Tag Archives: Leon Ockenden

How the Other Half Loves

reviewed at the Cambridge Arts Theatre on 30 October

If any director knows how to bring out all the nuances in an Alan Ayckbourn play, that director is surely Alan Strachan. As anyone who remembers his productions at the Greenwich Theatre in the late 1970s and early 80s will bear fond witness.

This staging of How the Other Half Loves benefits from the split-second timing of its six-strong cast, notably in the crucial dual dinner-party scene. What also comes out strongly is the way that the three men, of such dissimilar ages and classes, employ each a different sort of violence in their relationships with their wives.

Frank Foster, the middle-aged middle-class husband, bludgeons anyone he comes into contact with by his incessant barrage of opinionated nonsense. Robert Daws has his insensitivity and self-satisfaction nailed; you can understand why Caroline Langrishe as his wife Fiona is tempted to stray, emotionally, financially and otherwise.

Newly promoted William Featherstone is uncomfortable at his new social and professional level. As Matthew Cottle makes clear, he’s really only happy when making himself useful. His poor little pink mouse of a wife Mary comes in for a regular series of wrist taps – not in themselves violent, but demeaning none the less. The moment when Mary finally finds her own personality is beautifully timed by Sara Crowe who gives throughout the best performance of the evening.

The youngest couple is Teresa and Bob Phillips. Charlie Brooks makes Teresa’s frustration with her stay-at-home-and-look-after-the-baby life which eventually flares almost out of control a natural response to Leon Ockenden’s Bob, a ruffian under his show-off skin with more than a trace of sadism in his relationship with women. Ockenden’s performance at times seems to come from a different production; he fails to bring the character alive.

Designer Julie Godfrey’s set, and her costumes, evoke the late 1960s setting admirably with a well-detailed box set which cleverly amalgamate the two-homes in furniture and furnishings as six contrasted lives parade before us. They’re not in search of an author of course, just looking for a present which offers hope for the future.

Four and a half-star rating.

How the Other Half Loves runs at the Cambridge Arts Theatre until 4 November with matinées on 2 and 4 November. It is also at the Theatre Royal, Norwich between 27 November and 2 December as part of a national tour.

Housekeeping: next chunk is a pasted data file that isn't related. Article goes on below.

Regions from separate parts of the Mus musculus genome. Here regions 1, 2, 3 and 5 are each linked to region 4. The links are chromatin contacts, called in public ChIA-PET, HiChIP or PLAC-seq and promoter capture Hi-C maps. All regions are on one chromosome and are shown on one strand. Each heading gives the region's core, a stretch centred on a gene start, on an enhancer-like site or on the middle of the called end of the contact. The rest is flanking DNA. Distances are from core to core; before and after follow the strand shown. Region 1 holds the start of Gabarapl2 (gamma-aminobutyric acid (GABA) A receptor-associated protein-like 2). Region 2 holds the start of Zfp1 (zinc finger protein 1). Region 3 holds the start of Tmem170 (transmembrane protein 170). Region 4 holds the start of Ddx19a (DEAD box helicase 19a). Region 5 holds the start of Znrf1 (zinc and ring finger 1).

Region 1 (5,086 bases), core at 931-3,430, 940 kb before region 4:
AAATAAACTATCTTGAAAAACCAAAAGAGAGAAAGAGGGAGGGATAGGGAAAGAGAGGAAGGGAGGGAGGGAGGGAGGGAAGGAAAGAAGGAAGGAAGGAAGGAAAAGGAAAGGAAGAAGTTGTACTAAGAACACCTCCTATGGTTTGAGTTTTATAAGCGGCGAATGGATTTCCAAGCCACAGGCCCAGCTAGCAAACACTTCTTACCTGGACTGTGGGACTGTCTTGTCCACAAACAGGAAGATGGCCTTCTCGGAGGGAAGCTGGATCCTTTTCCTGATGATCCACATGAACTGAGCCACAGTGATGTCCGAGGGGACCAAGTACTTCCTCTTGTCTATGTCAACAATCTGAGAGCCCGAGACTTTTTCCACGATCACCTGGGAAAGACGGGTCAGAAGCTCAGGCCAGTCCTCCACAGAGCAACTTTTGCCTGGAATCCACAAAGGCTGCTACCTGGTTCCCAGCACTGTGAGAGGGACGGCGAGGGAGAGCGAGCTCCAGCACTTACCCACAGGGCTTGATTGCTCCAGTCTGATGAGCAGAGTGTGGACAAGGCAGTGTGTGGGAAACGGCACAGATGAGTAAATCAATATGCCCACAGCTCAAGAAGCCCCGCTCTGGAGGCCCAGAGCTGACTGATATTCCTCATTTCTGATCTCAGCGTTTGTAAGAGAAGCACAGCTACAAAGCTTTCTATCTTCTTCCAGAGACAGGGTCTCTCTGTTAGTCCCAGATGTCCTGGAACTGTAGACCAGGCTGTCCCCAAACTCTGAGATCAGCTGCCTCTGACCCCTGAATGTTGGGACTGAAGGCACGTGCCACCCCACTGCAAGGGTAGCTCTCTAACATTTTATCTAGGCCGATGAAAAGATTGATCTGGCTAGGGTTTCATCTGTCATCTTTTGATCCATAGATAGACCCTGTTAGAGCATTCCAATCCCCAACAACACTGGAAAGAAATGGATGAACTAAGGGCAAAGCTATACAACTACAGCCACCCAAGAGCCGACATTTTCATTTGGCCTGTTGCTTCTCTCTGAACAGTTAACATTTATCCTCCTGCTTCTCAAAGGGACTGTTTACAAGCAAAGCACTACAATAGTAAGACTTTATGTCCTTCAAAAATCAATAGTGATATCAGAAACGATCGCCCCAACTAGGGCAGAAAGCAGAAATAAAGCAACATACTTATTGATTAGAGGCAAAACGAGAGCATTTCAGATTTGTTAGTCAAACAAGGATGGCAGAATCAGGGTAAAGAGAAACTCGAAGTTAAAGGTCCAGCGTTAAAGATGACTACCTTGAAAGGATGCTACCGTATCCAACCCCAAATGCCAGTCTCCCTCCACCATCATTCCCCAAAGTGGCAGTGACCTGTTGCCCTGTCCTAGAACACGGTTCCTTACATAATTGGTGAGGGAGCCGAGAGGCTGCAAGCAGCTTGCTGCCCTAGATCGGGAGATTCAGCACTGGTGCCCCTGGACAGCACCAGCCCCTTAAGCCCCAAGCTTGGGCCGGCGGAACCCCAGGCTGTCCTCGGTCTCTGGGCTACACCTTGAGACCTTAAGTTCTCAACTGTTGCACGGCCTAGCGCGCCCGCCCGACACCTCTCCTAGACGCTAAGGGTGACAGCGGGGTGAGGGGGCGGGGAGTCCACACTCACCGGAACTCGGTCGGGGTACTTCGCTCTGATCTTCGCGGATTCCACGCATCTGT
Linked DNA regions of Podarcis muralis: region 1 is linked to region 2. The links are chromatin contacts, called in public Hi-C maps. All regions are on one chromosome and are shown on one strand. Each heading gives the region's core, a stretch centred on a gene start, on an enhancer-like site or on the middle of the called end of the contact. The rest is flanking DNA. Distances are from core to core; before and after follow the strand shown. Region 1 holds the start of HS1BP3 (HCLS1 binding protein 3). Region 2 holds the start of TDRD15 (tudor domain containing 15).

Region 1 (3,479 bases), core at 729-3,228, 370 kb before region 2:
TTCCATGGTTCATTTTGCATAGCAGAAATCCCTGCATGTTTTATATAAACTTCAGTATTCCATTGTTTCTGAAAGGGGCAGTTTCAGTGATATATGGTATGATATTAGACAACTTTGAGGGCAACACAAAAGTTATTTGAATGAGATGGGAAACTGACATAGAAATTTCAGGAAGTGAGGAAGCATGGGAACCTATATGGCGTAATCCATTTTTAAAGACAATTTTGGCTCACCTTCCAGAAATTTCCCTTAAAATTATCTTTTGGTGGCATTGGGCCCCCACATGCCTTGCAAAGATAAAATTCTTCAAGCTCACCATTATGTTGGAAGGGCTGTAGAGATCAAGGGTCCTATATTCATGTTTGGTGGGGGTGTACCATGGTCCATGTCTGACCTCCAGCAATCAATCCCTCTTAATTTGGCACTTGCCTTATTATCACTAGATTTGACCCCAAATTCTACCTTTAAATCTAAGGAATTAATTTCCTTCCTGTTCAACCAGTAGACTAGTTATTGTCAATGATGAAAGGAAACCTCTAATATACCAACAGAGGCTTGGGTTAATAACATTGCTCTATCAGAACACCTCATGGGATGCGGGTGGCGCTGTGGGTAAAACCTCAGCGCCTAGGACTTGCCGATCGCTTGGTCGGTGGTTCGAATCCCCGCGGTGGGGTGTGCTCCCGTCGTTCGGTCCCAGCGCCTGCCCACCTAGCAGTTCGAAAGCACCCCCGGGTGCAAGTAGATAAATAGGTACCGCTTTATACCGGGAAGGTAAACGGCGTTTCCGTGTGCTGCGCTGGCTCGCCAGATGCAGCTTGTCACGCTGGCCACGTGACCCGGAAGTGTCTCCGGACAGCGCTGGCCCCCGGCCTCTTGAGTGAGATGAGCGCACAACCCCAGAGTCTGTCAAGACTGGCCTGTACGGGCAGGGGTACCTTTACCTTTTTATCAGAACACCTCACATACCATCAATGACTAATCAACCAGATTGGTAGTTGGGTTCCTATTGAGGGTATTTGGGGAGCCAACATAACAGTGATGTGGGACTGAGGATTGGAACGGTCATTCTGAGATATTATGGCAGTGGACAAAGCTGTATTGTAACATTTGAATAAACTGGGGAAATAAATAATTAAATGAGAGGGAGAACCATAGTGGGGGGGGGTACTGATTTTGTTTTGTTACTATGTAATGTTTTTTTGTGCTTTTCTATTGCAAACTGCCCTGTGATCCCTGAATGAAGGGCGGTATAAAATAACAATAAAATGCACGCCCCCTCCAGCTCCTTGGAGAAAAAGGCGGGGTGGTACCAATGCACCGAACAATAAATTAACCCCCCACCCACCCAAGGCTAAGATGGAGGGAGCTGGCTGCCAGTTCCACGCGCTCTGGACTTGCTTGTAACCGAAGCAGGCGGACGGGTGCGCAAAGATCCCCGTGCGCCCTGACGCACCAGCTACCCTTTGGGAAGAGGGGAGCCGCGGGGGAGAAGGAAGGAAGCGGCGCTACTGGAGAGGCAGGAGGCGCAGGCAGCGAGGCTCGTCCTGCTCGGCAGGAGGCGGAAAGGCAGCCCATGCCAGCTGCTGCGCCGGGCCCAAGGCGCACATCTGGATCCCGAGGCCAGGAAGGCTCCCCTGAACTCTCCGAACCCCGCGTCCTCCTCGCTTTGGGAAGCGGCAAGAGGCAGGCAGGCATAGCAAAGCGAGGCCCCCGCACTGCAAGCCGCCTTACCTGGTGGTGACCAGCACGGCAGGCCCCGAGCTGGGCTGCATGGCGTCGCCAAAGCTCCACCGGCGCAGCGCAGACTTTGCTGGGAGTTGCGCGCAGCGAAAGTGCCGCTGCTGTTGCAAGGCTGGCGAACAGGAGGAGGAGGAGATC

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Flare Path

(reviewed at the Arts Theatre, Cambridge on 28 September)

Getting the on-stage nuances right for any historical period is a triple effort, shared between director (Justin Audibert in this case), designer (Hayley Grindle) and – above all – the cast. Rattigan’s 1942 drama Flare Path takes place in the lounge of a hotel near an airfield, from which bomber and fighter pilots take off for their nightly flights over Germany. It’s a mission from which far too many will never return.

The officers and senior crew members use it as a sort of club, an alternative to the cramped messes and briefing-rooms of the station. Wives also take up residence, both short- and long-term, to snatch a few precious days with their menfolk. Enter a film star, predatory cockerel in this hen-roost, though with his intentions aimed purely at one particular resident.

This is where the production lets itself down somewhat. Leon Ockenden fails to radiate the tinsel-town alpha male glamour of Peter Kyle – think Clark Gable or Errol Flynn – of the expatriate leading man who is seeing his studio’s reliance on his box-office drawing powers fading rapidly. The girl he wants is actress Patricia Warren (Olivia Hallinan), with whom he has had a passionate on-off affair and who is now married to Fl Teddy Graham (Alastair Whatley, the artistic director of production company Original Theatre).

Whatley makes much of his second-act admission to the terrible effect which the bombing raids are having on him, both for the physical danger he encounters and through the regular loss of men who have become more than usually close comrades. I was less convinced by Hallinan’s posturing; one never quite believed in the character as an actress or in her obvious appeal to two such very different men.

The smaller rôles are well taken, notably by Siobhan O’Kelly as Doris, the barmaid now married to a Polish count who lost his original family to the Nazis and is, understandably, focussed on revenge. Simon Darwen’s Sgt Miller, Philip Franks’ Sq Ldr Swanson and Adam Best’s Count Skriczevinsky are also well-rounded portraits of people as well as of types.

Hayley Grindle’s costumes look right for the clothes and uniforms of the period and her sts is an effective blend of naturalism and symbolism. The central acting area gives us the by now slightly battered lounge, backed by an enormous red-curtained window and with a realistic fire in the footlights-level hearth. But this isn’t a box set, such as Rattigan would have envisaged for the original prodction. Instead it’s flanked by a suggestion of twisted, blackened metal and a bare-branched tree. Dominic Bilkey’s soundscape is almost frighteningly three-dimensional as the aircraft take off – but don’t always land successfully.

Flare Path continues at the Arts Theatre, Cambridge until 3 October. It also plays at the New Wolsey Theatre, Ipswich between 19 and 24 October and at the Palace Theatre, Westcliff from 16 to 21 November.

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Filed under Plays, Reviews 2015